I don’t think I want to see a replication, and I think we need to look at who comes, what they do here, and then look at what the benefit to Hawaii might be. It has to be, I think, in the context of the visitor coming and the kinds of things that they do and how much money they spend.
For example, when the Japanese were coming here, I used to go to the tourism groups and meetings for the National Governors Association, and I used to talk about how in Hawaii we made it easier for the Japanese visitors to come. And they spent three times what the average visitor spent.
We know that there are many, many Chinese that have become very wealthy, and we want them to come to Hawaii. But we also want to look at what they spend that is an economic benefit. And I think that it is on that basis that we decide how much we apportion (for marketing), how much we promote.
You’re suggesting a balance. We have seven million tourists that come right now annually. Can we handle more than seven million? Are you concerned about that?
Yes, I am. I’ve always talked about carrying capacity. As a matter of fact, I’ve used the words “carrying capacity” on almost everything we do. You know, when I became governor, 15 years after statehood — 1974 — I wanted to look at what happened during that 15-year period. And I looked at it and I was amazed at the population growth. We were growing at about the rate of 2.5 percent a year, compared to the national rate of eight-tenths of 1 percent. Three times as rapidly. I became very concerned about that. And I asked myself, “Gee, we are an island state, other states next to each other can overflow, but we can’t overflow into the ocean.” So, everything has to be contained here.
And so I felt that it was very important to take a look at the growth that can take place. “What’s our carrying capacity for population? For transportation? Tourism also — how many people can we have here and make people have a good experience so that they want to come back to Hawaii? How many hotels rooms do we have, how much do we have Waikiki growing? What about the neighbor islands?”
I feel very strongly that we need to look at our carrying capacity and how everyone can have a good visit — beyond which it begins to deteriorate. Where they start to complain, “Oh, I went to the hotel, so crowded! I went to Waikiki and we couldn’t move around.” You know? And that’s the worst kind of reputation for us to develop.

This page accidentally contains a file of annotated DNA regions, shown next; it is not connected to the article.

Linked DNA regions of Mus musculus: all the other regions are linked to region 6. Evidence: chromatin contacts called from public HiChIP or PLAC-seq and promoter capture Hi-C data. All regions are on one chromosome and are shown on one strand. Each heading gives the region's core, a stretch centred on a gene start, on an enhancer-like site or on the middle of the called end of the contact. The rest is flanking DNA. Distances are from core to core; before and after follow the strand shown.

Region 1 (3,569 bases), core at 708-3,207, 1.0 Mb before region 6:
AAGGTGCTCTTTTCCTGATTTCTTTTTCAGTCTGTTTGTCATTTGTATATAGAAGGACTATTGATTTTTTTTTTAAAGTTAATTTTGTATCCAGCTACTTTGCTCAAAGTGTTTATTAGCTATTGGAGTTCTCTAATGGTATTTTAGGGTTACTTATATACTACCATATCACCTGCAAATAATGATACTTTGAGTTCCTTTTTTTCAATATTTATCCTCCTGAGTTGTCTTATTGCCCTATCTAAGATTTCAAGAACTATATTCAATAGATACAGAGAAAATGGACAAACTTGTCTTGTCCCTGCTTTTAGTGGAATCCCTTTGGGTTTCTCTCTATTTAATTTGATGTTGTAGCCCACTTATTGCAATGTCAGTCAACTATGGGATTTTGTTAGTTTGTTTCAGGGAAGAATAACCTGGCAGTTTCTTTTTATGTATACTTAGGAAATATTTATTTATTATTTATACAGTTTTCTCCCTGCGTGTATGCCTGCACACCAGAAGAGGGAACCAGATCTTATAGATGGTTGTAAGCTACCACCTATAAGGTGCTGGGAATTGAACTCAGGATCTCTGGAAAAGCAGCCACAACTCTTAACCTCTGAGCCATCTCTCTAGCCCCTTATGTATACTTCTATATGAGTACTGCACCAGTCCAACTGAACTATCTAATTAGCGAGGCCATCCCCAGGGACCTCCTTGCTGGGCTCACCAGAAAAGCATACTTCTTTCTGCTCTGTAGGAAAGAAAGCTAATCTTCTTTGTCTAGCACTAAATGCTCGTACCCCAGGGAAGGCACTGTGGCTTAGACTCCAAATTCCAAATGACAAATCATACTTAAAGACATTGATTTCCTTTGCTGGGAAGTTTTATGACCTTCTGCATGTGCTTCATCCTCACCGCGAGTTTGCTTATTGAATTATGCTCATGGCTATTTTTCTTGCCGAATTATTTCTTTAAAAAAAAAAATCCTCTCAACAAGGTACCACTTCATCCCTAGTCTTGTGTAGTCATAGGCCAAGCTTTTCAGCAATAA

And to the credit of the tourism bureau, they have begun to look at that also.
You talked about looking back from statehood until 1974. You left office in 1986, some 25 years ago. Looking back, what has surprised you most about Hawaii’s direction since that time — things for the better but also things that give you concern?
Well, I’ve looked at some things that are very important to retain in Hawaii. Agriculture is one. I became very concerned because, the time that I was governor, the plantations and sugar and pineapple fields started to go out. I’ve looked at those lands being changed. The last two Land Use decisions —
Hoopili and Koa Ridge?
Right, right. Uh-huh.
Did that concern you?
Oh, very much so. And I don’t know why they did it at the same time. Why they couldn’t have scheduled it (differently), if that was necessary. You know, do it one at a time. So, I am very concerned about the loss of agricultural lands.
I’m also very concerned about the Land Use Commission moving in that kind of direction. At one time, my appointments to the Land Use Commission were people who were knowledgable about land, but (they had) a community interest also. Now, you have people who are experts in land development, and we’ve lost, I think, some of the need for us to keep things more balanced.